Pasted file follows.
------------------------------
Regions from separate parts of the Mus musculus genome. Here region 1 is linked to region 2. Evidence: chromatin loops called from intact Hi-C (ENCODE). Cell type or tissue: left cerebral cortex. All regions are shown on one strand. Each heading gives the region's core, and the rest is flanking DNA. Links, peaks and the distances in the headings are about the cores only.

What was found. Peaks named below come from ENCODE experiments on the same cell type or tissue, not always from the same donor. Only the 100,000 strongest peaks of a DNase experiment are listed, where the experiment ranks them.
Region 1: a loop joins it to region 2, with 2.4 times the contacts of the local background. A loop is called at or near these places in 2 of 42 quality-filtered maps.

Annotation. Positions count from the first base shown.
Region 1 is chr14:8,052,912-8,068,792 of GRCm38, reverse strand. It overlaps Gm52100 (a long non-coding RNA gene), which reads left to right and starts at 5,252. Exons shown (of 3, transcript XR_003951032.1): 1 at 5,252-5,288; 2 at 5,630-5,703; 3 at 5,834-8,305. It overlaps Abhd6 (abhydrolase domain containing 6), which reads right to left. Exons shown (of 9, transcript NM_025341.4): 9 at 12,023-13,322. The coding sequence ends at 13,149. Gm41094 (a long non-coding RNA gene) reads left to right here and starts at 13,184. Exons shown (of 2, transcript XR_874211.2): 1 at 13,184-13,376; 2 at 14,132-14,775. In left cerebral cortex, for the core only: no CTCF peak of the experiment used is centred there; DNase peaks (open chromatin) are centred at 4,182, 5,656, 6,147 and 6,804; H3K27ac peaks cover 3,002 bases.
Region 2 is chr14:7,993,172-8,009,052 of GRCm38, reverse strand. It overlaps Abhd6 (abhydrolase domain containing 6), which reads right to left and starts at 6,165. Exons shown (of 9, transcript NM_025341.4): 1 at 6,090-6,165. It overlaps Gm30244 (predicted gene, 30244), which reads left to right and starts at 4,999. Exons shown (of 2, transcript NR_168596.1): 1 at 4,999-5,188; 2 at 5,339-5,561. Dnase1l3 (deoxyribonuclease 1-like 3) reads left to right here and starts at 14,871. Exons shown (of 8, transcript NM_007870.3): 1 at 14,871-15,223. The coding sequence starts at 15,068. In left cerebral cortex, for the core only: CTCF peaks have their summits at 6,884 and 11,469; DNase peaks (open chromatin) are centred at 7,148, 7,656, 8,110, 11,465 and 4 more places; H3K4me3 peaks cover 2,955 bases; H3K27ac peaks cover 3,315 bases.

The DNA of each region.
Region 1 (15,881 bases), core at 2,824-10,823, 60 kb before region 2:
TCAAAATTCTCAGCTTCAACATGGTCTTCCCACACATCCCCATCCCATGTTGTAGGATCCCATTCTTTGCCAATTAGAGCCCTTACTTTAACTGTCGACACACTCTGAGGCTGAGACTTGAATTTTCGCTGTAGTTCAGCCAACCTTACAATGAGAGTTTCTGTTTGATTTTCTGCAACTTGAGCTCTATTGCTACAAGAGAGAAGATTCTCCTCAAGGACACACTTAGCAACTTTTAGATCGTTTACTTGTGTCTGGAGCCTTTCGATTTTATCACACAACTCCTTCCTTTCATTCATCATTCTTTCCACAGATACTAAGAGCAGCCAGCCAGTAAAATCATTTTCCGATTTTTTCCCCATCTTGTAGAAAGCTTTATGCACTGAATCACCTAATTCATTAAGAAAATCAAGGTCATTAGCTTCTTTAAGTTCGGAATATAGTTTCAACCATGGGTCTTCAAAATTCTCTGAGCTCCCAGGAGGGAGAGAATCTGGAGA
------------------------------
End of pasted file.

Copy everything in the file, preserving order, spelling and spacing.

Regions from separate parts of the Mus musculus genome. Here region 1 is linked to region 2. Evidence: chromatin loops called from intact Hi-C (ENCODE). Cell type or tissue: left cerebral cortex. All regions are shown on one strand. Each heading gives the region's core, and the rest is flanking DNA. Links, peaks and the distances in the headings are about the cores only.

What was found. Peaks named below come from ENCODE experiments on the same cell type or tissue, not always from the same donor. Only the 100,000 strongest peaks of a DNase experiment are listed, where the experiment ranks them.
Region 1: a loop joins it to region 2, with 2.4 times the contacts of the local background. A loop is called at or near these places in 2 of 42 quality-filtered maps.

Annotation. Positions count from the first base shown.
Region 1 is chr14:8,052,912-8,068,792 of GRCm38, reverse strand. It overlaps Gm52100 (a long non-coding RNA gene), which reads left to right and starts at 5,252. Exons shown (of 3, transcript XR_003951032.1): 1 at 5,252-5,288; 2 at 5,630-5,703; 3 at 5,834-8,305. It overlaps Abhd6 (abhydrolase domain containing 6), which reads right to left. Exons shown (of 9, transcript NM_025341.4): 9 at 12,023-13,322. The coding sequence ends at 13,149. Gm41094 (a long non-coding RNA gene) reads left to right here and starts at 13,184. Exons shown (of 2, transcript XR_874211.2): 1 at 13,184-13,376; 2 at 14,132-14,775. In left cerebral cortex, for the core only: no CTCF peak of the experiment used is centred there; DNase peaks (open chromatin) are centred at 4,182, 5,656, 6,147 and 6,804; H3K27ac peaks cover 3,002 bases.
Region 2 is chr14:7,993,172-8,009,052 of GRCm38, reverse strand. It overlaps Abhd6 (abhydrolase domain containing 6), which reads right to left and starts at 6,165. Exons shown (of 9, transcript NM_025341.4): 1 at 6,090-6,165. It overlaps Gm30244 (predicted gene, 30244), which reads left to right and starts at 4,999. Exons shown (of 2, transcript NR_168596.1): 1 at 4,999-5,188; 2 at 5,339-5,561. Dnase1l3 (deoxyribonuclease 1-like 3) reads left to right here and starts at 14,871. Exons shown (of 8, transcript NM_007870.3): 1 at 14,871-15,223. The coding sequence starts at 15,068. In left cerebral cortex, for the core only: CTCF peaks have their summits at 6,884 and 11,469; DNase peaks (open chromatin) are centred at 7,148, 7,656, 8,110, 11,465 and 4 more places; H3K4me3 peaks cover 2,955 bases; H3K27ac peaks cover 3,315 bases.

The DNA of each region.
Region 1 (15,881 bases), core at 2,824-10,823, 60 kb before region 2:
TCAAAATTCTCAGCTTCAACATGGTCTTCCCACACATCCCCATCCCATGTTGTAGGATCCCATTCTTTGCCAATTAGAGCCCTTACTTTAACTGTCGACACACTCTGAGGCTGAGACTTGAATTTTCGCTGTAGTTCAGCCAACCTTACAATGAGAGTTTCTGTTTGATTTTCTGCAACTTGAGCTCTATTGCTACAAGAGAGAAGATTCTCCTCAAGGACACACTTAGCAACTTTTAGATCGTTTACTTGTGTCTGGAGCCTTTCGATTTTATCACACAACTCCTTCCTTTCATTCATCATTCTTTCCACAGATACTAAGAGCAGCCAGCCAGTAAAATCATTTTCCGATTTTTTCCCCATCTTGTAGAAAGCTTTATGCACTGAATCACCTAATTCATTAAGAAAATCAAGGTCATTAGCTTCTTTAAGTTCGGAATATAGTTTCAACCATGGGTCTTCAAAATTCTCTGAGCTCCCAGGAGGGAGAGAATCTGGAGA